Footloose

Footloose
Book and lyrics by Dean Pitchford. Music by Tom Snow (and Sammy Hagar, Kenny Loggins, Jim Steinman, Eric Carmen). Directed by Jordan Barr. OCPAC Theatre. Carey Baptist Grammar School, Kew. 13th – 20th September, 2015.

Some terrific choreography, strong singing, excellent casting and lots of energy lift OCPAC’S production of Footloose to a standard far higher than that of the actual show itself, and make for a thoroughly enjoyable night’s entertainment.

Those who remember and love the original Kevin Bacon movie will probably be surprised that it’s a musical (especially one without a fully integrated score)….since it was an edgy film about being an outsider and needing to belong….even when you’re part of a family – or a community. The edge has gone, and there are too many superfluous songs (what madness sees the best known most energetic song OPENING the show….leaving nowhere to go except downhill dynamically?). But OCPAC works with the material at hand and give it enough enthusiasm to take us all along for the ride.

Casting is excellent and there is talent galore on the stage. Shannen Alyce is a marvellous Ariel. She’s a WAAPA graduate and it shows. A true triple threat, she’s a great singer/dancer with real acting ability and a strong command of the stage. The only quibble for me is that she’s a very provocative and sensual performer, yet she looks incredibly young (about 15, though she is obviously older) – the overt sexuality was surprising, but no more surprising than the fact that Ariel is now the edgiest character in the show, with a seemingly appalling taste in boyfriends. Nowhere do we see the sad “Daddy’s little girl” looking for her father’s approval and that shifts the character’s arc and journey. Nevertheless, expect great things from Shannen….she truly is the real deal.

Joseph Spanti (Ren) looks a million bucks in the Kevin Bacon role. He has charm, a great smile, a strong singing voice, and some terrific dance moves. He does, however, lack the edgy bad boy appeal one expects from the role. He’s altogether too nice, with no dark broodiness waiting to explode, and that does detract from the underlying tension needed.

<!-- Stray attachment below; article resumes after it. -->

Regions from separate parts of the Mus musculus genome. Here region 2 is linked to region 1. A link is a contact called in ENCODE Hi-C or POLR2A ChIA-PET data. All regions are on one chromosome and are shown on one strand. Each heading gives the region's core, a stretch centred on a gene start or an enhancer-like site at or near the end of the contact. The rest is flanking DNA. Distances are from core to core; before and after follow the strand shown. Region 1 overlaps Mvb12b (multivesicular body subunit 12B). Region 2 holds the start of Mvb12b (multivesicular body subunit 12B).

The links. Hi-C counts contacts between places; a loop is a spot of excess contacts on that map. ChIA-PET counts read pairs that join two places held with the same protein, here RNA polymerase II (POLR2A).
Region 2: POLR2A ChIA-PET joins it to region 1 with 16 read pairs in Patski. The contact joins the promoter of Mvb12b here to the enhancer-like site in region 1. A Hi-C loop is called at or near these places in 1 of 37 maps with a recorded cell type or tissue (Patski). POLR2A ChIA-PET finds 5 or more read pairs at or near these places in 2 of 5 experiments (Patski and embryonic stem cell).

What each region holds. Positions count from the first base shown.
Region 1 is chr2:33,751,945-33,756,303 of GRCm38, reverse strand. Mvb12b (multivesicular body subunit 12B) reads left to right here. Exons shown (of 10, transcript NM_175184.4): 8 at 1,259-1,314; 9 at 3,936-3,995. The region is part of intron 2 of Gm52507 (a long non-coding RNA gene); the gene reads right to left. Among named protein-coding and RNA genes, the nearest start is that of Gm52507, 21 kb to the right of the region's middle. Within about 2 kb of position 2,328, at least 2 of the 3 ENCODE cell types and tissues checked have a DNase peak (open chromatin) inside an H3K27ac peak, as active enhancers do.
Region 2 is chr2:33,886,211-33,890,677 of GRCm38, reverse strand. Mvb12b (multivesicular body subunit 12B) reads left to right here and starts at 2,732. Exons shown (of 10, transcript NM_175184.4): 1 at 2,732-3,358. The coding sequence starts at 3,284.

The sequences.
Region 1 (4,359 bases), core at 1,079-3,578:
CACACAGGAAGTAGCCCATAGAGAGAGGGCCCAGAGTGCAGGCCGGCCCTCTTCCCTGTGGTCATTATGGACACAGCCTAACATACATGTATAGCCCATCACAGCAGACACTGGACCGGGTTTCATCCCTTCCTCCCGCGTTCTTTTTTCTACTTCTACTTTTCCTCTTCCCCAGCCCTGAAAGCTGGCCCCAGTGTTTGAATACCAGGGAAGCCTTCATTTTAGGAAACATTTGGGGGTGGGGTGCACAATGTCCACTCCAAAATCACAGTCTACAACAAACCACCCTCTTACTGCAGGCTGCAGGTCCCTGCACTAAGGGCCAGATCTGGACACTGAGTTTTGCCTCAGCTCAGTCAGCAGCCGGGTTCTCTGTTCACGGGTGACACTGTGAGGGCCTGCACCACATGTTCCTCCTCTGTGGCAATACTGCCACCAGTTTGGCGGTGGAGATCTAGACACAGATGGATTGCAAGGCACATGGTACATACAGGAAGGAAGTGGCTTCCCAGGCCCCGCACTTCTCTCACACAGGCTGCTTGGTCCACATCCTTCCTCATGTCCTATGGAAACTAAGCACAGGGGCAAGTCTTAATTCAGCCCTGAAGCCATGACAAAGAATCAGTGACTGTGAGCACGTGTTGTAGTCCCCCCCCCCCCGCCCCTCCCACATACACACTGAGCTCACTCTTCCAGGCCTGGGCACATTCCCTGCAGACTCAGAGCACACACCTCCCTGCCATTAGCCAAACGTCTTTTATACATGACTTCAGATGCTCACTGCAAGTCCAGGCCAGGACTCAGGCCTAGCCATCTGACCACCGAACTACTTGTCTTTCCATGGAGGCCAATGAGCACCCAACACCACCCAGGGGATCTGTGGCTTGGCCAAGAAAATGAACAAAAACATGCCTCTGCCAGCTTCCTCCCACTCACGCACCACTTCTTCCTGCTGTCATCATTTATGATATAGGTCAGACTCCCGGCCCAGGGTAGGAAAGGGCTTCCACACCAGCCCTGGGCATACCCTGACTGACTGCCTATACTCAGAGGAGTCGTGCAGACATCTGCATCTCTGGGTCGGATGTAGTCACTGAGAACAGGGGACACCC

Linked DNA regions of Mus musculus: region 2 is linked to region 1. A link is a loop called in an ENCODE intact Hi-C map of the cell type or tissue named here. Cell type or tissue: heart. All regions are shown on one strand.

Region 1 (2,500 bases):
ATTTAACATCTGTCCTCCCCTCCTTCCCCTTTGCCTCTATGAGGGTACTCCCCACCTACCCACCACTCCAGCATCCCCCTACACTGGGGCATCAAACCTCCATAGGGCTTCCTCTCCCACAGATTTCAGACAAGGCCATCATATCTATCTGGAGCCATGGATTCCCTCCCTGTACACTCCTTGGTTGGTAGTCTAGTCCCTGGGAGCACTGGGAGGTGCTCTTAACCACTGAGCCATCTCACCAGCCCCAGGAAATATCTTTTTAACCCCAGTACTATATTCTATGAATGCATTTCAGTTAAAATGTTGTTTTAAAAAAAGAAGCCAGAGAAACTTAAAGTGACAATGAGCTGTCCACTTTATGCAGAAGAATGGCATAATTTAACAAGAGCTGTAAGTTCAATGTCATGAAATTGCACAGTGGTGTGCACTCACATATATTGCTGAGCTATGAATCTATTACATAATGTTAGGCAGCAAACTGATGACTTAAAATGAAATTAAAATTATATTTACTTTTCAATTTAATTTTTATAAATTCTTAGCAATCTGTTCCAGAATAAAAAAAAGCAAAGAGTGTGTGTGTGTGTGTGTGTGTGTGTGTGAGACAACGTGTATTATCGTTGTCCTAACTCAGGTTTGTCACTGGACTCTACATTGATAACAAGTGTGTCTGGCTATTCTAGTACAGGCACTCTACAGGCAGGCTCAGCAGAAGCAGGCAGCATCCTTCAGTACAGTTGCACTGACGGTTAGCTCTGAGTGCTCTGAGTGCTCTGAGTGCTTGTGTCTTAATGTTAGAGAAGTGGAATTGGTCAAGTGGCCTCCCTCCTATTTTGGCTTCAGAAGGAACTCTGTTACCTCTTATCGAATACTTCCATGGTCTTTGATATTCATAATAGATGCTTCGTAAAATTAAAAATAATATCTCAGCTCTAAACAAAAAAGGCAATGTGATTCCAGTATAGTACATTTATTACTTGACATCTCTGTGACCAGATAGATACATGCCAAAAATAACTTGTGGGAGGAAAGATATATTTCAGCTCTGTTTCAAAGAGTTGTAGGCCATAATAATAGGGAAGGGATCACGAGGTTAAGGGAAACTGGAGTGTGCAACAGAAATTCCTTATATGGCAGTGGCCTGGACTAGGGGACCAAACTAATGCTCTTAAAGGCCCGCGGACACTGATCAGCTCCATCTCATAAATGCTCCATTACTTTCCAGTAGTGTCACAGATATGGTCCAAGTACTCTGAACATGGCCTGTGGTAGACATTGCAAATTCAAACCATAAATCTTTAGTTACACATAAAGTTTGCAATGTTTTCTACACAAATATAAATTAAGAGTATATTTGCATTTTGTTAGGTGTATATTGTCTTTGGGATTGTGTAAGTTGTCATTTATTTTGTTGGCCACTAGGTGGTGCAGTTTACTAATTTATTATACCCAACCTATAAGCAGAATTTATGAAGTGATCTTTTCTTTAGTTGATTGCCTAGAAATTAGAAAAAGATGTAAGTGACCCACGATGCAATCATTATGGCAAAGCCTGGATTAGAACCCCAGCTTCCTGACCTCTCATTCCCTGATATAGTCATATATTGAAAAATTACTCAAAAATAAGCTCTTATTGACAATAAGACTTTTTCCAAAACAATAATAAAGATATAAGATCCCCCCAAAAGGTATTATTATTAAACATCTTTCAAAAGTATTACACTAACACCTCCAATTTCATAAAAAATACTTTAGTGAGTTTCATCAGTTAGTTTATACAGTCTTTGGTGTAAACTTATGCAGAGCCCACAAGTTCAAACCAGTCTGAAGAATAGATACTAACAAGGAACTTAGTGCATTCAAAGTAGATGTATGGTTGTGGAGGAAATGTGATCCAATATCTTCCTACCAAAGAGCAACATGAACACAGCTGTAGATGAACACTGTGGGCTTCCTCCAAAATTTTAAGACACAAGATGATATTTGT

Warren Logan is terrific as Willard with an easy and natural comic presence. Paired with the multi talented Adriana Tascone (what stunning vocals!) the pair are a sheer delight together.

Geordie Worland brings his considerable skills and experience to the role of Reverend Moore, including his rich voice, but it would be nice to see at least one scene where he didn’t have his hands on his hips, but rather something more nuanced in “hand acting”. As his wife Vi, Elise Moorhouse gives a nicely judged performance, with some lovely singing, of a woman who loves her man even when she knows he is wrong. Of the original songs, “Somebody’s Eyes” is by far the strongest and the three part harmonies are very impressive, along with some terrific staging.

The rest of the cast are all excellent – no weaknesses at all – and special bouquets to Choreographer Remy Noonan, her work is stunning. Mention also of one of the dancers, Benito Veneziano, whose fabulous style and stage presence managed to pull focus in all the dance numbers.

Jordan Barr’s direction works a treat for the most part, and she creates some lovely visual vignettes, inventing little back stories and relationships in her early blocking. What she has missed though is the necessary edgy subtext, the feeling that Ren will either bring peace or disaster to the little town.

The set, by Thomas Fellowes, is the biggest letdown. It’s unimaginative and barely more than functional. I understand the need to maximise the floor space for the dance numbers, but here’s a show where some projection on the backdrop would have worked wonders – especially in the scene by the railway where Ren comments on the graffiti which is actually Ariel’s poetry. The show’s main love ballad – “Almost Paradise” (By Eric Carmen and Dean Pitchford) – is sung sitting down, as far upstage as possible with not even a star cloth, just a vast expanse of nothing, behind them. That particular number really sums up the inadequacies of the design. Rosie Byth’s musical direction of a small but skilled band is impeccable throughout and Peter Amesbury and Marcello Lo Ricco do their usual impressive expert job with lighting and sound respectively.

Stage Whispers doesn’t give star ratings…..if we did I’d award 4 to the production, but only 2 for the actual show.

You only have this week to catch this engaging production, and I promise you won’t be sorry, and I defy you to leave the theatre without singing the title song.

Coral Drouyn

Photographer: Benjamin Fon

 

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